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Many owner occupied homes, obtained through home loans, are currently held by dual income
families. However, over a third of these are under mortgage stress. This means that, if one of the
income earners would stop working, they would struggle to repay their mortgage. This was observed
in a new Australian survey.
Loss of Income in One Makes It Difficult to Pay Mortgage
Owner occupied dual income home loans are very popular, with more than two thirds being of such
construction. This means that, if there were to be a change in employment conditions or in economic
growth, many people would suddenly be under threat. While the economy is recovering at present, it
usually moves in waves, which means a short, smaller recession is likely to be felt soon.
The mortgage belt in Australia has long been a tale of two cities, mainly Sydney and Melbourne. Over
the past three years, property prices in these areas have risen tremendously. This makes it more and
more difficult for first time buyers to get on the property ladder. It also makes it increasingly difficult for
people with a single income to pay for the mortgage.
Roy Morgan Survey on Mortgage Stress
Roy Morgan has been conducting an ongoing survey, known as the "Spotlight on Finance Risk". So
far, they have spoken to some 500,000 people over the past ten years. The survey has shown that
67.2% of all owner occupied home loans are now for households with a dual income.
The survey has also shown that there are currently some 3.2 million mortgage holders at present for
owner occupied buildings. Of these, 9.3% are listed as being "at risk" of experiencing mortgage stress.
This means that their ability to make the necessary repayments is under threat, particularly under
interest rate conditions that are getting tighter. If, in these cases, the non-main income earner would
be removed from the equation, then this proportion rapidly shoots up to as much as 34.8%.
Definition of Mortgage Stress
By definition, people are classed as being "under mortgage stress" if more than 30% of their
disposable household income goes to the mortgage repayments. According to Roy Morgan, an
increasing number of households rely on having more than one income. What this means is that, if
one income were to be lost, the financial blow would be greater than if the interest rates were to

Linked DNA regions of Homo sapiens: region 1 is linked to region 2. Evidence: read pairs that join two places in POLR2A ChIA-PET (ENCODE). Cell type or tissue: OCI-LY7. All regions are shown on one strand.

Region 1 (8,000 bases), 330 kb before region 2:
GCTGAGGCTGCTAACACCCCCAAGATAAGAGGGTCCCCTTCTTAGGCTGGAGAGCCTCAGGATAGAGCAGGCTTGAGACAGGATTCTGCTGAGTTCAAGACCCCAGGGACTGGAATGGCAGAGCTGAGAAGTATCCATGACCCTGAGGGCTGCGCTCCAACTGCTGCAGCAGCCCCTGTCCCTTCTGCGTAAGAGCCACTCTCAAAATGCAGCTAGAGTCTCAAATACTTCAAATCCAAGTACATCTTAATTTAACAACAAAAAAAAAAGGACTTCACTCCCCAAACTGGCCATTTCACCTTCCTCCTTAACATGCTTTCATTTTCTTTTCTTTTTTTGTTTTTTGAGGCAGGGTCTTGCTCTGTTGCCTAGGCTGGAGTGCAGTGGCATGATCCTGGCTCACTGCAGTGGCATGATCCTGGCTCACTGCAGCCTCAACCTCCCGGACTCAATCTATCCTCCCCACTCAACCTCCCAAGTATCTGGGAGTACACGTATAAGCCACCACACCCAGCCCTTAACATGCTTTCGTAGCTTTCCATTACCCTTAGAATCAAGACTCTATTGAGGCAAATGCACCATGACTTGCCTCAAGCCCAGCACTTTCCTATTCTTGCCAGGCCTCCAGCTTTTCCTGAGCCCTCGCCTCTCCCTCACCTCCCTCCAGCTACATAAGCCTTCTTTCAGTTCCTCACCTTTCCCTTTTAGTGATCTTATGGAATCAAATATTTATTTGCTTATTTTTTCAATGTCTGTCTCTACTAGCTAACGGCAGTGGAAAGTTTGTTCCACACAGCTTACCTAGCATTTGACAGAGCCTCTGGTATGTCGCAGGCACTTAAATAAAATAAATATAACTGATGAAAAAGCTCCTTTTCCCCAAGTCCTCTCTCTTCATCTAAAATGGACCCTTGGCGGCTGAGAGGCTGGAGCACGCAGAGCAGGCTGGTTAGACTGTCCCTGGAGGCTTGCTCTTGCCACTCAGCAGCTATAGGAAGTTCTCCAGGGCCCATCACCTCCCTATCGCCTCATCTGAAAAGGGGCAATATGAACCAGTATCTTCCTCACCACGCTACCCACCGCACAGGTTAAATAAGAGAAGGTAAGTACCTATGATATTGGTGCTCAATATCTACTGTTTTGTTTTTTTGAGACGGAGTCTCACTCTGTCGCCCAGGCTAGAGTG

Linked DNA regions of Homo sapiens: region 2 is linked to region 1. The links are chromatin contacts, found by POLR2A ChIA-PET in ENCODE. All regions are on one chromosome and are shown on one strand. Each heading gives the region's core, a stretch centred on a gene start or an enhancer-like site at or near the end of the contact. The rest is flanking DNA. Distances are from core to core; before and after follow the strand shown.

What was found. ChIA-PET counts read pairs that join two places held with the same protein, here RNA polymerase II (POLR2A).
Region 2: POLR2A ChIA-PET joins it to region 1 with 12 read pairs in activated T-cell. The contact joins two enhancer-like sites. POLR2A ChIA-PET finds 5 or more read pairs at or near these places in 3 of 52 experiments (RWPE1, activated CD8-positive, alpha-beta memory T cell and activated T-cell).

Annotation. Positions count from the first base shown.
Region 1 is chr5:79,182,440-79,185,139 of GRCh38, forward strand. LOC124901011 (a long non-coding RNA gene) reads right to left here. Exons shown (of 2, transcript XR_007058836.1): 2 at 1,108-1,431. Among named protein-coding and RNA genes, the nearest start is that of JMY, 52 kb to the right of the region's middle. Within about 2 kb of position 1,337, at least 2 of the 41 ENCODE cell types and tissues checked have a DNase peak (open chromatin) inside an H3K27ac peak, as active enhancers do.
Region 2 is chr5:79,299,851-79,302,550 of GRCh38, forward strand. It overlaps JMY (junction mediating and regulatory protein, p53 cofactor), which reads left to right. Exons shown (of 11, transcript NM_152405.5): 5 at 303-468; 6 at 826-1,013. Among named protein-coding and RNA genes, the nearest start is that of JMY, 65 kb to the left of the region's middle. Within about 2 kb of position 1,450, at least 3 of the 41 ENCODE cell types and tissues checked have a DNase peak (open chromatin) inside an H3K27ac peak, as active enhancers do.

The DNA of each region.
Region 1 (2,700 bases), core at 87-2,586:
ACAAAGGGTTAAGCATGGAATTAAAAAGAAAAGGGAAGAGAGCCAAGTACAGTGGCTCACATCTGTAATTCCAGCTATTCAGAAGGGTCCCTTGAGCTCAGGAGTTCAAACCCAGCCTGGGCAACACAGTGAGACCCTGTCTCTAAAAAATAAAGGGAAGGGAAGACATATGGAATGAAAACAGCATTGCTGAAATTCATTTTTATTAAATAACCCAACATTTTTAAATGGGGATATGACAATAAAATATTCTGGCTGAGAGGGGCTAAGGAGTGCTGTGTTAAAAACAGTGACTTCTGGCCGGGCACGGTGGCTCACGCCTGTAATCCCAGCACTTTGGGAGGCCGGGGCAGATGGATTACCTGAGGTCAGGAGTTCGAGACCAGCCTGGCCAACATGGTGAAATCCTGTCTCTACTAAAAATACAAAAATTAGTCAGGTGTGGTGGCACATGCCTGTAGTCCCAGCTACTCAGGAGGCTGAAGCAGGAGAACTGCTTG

Dual income mortgages are popular because the risk of not being able to make mortgage repayments
is much lower. However, this is only true if both parties continue to earn an income. While the
unemployment rate is reasonable right now and does not seem to be rising, there is a rise in the
current under-employment level, and this also has a significant impact.
Rising House Prices = Increased Mortgage Debt
Because house prices have been rising, overall mortgage debt has also increased significantly. As a
result, most people are now left with at least some debt once they retire. This, in turn, will impact how
much disposable income someone would have upon retiring.
The Reserve Bank of Australia is monitoring the situation closely. They are aware of the fact that, over
the past few years, average levels of household debt are on the rise again. However, the Reserve
Bank mainly looks at the number of mortgage defaults. These have been historically low, which means
they are not worried about the immediate future.
Property Auctions Increasing in Popularity
For many financial experts, however, this is an oversight. For instance, CoreLogic, an independent
property research group, has recently released new figures on average house prices. They have
reported that, year on year, house prices have risen by as much as 8%, which is very significant. As a
result, the median house price in Australia now stands at $567,000, although it is somewhat higher in
Melbourne. According to this research, some 77.9% of all property auctions in the capitals of the
mainland resulted in a sale. This figure was just 69.9% one year before. It is likely that this is in part
due to homes continuing to be an interesting investment, with the majority of these properties being
sold to landlords.
Meanwhile, buying at auction is also an attractive proposition for first time buyers, who would
otherwise struggle to enter the housing market. First time buyers are inevitably dual income families,
as it is nearly impossible nowadays to raise sufficient savings for a deposit on a property, particularly
with the low interest rates on savings accounts. This presents a potential but significant risk in the
future, particularly if there will be a negative change in the employment market.